The Agency emphasizes that even if OTS software is provided by a third party, the medical device manufacturer using it in its product remains solely responsible for the safety and performance of a medical device in general, while OTS software should be treated as a part of the device. End Users may contact medical device manufacturers seeking advice or clarification, especially if they have some concerns or are going to make any changes to the medical device or any component thereof. 

The document also provides an overview of the applicable regulations, together with a brief description of the main provisions and requirements set forth therein. According to the guidance, the main regulations to be applied in the context of cybersecurity aspects for networked medical devices incorporating OTS software are:

  • 21 CFR 820.100 requiring to systematically analyze sources of information and implement actions needed to correct and prevent problems,
  • 21 CFR 820.30(g) prescribing that design validation requires that devices conform to defined user needs and intended uses, including an obligation to perform software validation and risk analysis, where appropriate,
  • 21 CFR 820.30(i) requiring the mandatory validation of software changes in order to address cybersecurity vulnerabilities. 

Additional Considerations 

Apart from the general principles described above, the present guidance also provides clarifications regarding certain specific aspects related to the regulatory requirements for medical devices containing OTS software. 

For instance, the authority states that in most cases, the FDA premarket review regarding software patches is not required. According to 21 CFR 807.81(a)(3), FDA review is necessary when a change or modification could significantly affect the safety or effectiveness of the medical device. The document also clarifies how this approach should be applied depending on the framework utilized to place the medical device in question on the market. 

  1. In the case of medical devices placed on the market under the 510(k) program, the medical device manufacturer shall follow the recommendations provided in the appropriate guidance document “Deciding When to Submit a 510(k) for a Change to an Existing Device[3] ”. According to the aforementioned guidance, a new 510(k) submission will be required if the medical device has a new or changed indication for use (e.g., the diseases or conditions the medical device is intended to treat); or the proposed change (e.g., modification in design, energy source, chemical composition, or material) could significantly affect the safety or effectiveness of the medical device). The Agency mentions that it is unlikely that a software patch will need a new submission. In most cases, it will be sufficient to duly document the changes made.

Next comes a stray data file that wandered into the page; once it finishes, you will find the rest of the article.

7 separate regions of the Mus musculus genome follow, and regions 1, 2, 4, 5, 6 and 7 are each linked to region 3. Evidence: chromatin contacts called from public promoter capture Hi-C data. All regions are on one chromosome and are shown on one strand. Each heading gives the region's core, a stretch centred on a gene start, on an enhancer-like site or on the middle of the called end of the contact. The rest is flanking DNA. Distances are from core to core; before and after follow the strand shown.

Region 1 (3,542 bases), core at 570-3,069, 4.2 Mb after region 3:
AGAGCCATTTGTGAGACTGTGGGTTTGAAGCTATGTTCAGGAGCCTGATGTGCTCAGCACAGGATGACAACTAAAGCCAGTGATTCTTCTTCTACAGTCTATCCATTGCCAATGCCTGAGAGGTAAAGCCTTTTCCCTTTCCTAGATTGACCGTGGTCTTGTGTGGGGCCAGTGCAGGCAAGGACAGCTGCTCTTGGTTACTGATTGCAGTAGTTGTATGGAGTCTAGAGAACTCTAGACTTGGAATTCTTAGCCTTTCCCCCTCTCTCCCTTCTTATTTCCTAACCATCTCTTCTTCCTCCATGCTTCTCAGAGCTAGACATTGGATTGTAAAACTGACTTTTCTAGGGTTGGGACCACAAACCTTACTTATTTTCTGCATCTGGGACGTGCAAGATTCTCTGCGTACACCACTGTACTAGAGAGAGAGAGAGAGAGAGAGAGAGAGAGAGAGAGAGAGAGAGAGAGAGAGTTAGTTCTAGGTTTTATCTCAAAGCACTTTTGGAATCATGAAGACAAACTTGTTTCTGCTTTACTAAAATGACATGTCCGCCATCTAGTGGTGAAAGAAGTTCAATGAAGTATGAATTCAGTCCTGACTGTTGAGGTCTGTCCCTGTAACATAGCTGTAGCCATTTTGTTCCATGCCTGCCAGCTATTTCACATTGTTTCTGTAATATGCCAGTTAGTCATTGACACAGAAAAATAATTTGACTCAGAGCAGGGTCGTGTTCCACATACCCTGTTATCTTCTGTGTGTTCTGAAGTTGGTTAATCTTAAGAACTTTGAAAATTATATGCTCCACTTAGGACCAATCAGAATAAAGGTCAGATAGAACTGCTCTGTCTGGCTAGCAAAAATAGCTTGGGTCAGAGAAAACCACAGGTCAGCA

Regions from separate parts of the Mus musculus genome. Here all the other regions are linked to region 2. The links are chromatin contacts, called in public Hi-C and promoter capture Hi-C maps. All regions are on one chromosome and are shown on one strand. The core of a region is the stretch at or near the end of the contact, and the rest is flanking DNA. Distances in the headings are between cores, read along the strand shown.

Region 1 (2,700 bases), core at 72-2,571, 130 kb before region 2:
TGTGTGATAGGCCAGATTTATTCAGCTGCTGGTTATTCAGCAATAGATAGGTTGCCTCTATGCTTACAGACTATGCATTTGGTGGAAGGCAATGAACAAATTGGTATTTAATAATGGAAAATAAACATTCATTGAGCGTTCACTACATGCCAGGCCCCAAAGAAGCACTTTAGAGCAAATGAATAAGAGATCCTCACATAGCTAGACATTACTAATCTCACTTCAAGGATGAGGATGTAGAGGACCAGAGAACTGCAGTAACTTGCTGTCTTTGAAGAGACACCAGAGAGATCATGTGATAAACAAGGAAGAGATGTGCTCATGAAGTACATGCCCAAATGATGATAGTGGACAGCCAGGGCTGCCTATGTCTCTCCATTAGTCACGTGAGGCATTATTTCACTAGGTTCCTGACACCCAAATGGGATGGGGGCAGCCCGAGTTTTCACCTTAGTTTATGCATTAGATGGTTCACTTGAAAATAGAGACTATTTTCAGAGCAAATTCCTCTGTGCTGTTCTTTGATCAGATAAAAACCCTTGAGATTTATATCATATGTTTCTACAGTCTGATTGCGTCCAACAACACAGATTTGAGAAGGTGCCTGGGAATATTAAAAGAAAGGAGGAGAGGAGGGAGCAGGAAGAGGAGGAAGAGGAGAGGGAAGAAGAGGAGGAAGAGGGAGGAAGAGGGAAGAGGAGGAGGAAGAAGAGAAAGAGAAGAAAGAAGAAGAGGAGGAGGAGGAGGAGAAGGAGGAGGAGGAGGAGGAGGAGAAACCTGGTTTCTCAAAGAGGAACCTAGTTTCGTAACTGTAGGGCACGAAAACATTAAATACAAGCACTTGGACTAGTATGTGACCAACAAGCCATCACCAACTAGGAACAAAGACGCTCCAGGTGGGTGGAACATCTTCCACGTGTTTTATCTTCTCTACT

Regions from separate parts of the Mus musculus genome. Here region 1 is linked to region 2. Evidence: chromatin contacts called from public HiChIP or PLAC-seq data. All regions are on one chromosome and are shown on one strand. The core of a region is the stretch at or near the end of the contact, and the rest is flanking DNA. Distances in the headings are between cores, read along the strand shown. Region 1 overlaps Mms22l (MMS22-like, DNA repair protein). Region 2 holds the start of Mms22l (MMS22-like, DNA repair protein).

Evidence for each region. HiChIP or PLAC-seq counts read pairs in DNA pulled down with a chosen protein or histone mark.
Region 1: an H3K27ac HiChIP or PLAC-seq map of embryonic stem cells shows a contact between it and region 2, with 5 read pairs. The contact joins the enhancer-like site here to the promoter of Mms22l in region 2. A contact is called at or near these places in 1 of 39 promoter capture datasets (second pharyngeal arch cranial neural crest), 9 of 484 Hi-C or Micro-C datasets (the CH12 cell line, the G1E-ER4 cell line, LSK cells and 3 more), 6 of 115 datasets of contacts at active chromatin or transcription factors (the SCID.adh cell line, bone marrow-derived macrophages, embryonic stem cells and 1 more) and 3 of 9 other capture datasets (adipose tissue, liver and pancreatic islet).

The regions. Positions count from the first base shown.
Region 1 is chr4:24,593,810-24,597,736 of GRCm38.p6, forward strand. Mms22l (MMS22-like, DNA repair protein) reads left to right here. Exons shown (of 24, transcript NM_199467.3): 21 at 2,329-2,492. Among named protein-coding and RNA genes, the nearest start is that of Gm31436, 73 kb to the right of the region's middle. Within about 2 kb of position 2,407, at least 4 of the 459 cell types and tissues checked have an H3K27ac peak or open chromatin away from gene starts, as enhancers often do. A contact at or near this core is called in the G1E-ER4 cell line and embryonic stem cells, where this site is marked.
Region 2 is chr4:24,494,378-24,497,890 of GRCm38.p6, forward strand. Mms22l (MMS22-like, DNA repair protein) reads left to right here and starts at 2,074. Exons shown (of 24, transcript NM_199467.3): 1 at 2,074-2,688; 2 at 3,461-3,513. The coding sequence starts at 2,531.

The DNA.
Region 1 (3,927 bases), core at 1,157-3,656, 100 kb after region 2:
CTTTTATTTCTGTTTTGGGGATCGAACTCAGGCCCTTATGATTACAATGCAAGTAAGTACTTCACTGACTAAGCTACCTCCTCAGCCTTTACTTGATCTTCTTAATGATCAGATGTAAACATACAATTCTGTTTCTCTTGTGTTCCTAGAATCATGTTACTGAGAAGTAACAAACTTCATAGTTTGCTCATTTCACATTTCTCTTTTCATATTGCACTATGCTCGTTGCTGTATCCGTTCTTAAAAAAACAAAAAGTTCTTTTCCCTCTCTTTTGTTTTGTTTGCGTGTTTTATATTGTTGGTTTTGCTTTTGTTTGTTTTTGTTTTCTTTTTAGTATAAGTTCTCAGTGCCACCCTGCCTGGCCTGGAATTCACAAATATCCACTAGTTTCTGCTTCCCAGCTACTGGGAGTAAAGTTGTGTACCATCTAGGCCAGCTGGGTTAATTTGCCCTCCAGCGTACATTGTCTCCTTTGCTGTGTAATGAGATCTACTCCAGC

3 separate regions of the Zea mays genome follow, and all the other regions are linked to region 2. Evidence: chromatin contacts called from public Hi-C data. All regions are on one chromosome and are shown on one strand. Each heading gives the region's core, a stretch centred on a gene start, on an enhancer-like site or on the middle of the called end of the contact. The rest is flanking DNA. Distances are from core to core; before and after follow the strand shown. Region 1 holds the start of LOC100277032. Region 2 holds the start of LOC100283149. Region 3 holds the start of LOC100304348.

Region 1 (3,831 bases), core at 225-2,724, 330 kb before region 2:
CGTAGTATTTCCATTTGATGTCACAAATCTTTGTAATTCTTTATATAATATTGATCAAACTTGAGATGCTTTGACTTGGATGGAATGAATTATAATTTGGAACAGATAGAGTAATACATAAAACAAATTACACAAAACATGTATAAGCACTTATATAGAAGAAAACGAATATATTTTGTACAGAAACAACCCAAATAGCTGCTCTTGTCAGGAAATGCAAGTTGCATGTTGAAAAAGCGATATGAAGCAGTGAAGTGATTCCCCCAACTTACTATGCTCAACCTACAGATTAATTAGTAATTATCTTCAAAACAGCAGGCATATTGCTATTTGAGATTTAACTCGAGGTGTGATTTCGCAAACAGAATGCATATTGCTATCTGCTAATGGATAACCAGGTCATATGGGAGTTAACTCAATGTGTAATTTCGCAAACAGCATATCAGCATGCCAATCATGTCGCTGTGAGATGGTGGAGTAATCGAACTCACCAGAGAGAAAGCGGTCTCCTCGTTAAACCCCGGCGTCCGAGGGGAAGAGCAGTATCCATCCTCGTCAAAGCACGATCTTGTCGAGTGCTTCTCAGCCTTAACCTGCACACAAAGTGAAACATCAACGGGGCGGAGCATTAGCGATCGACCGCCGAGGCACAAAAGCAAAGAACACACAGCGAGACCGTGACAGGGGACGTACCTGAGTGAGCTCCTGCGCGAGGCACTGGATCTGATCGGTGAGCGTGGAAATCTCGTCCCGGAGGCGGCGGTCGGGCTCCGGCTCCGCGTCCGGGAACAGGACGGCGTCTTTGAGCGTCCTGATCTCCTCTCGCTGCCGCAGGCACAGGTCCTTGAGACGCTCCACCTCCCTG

2. In the case of medical devices placed on the market under the Premarket Approval Application (PMA) framework, a PMA supplement should be submitted if the patch impacts the approved indications for use or could potentially impact the safety and performance of the medical device. In other cases, it would be sufficient to include information about the patch in the annual report. 

In summary, the present FDA guidance covers the most important aspects related to the regulatory status of medical devices incorporating OTS software and regulatory requirements applicable thereto. The document addresses specific aspects related to change notification and obligations of the medical device manufacturer as a responsible party.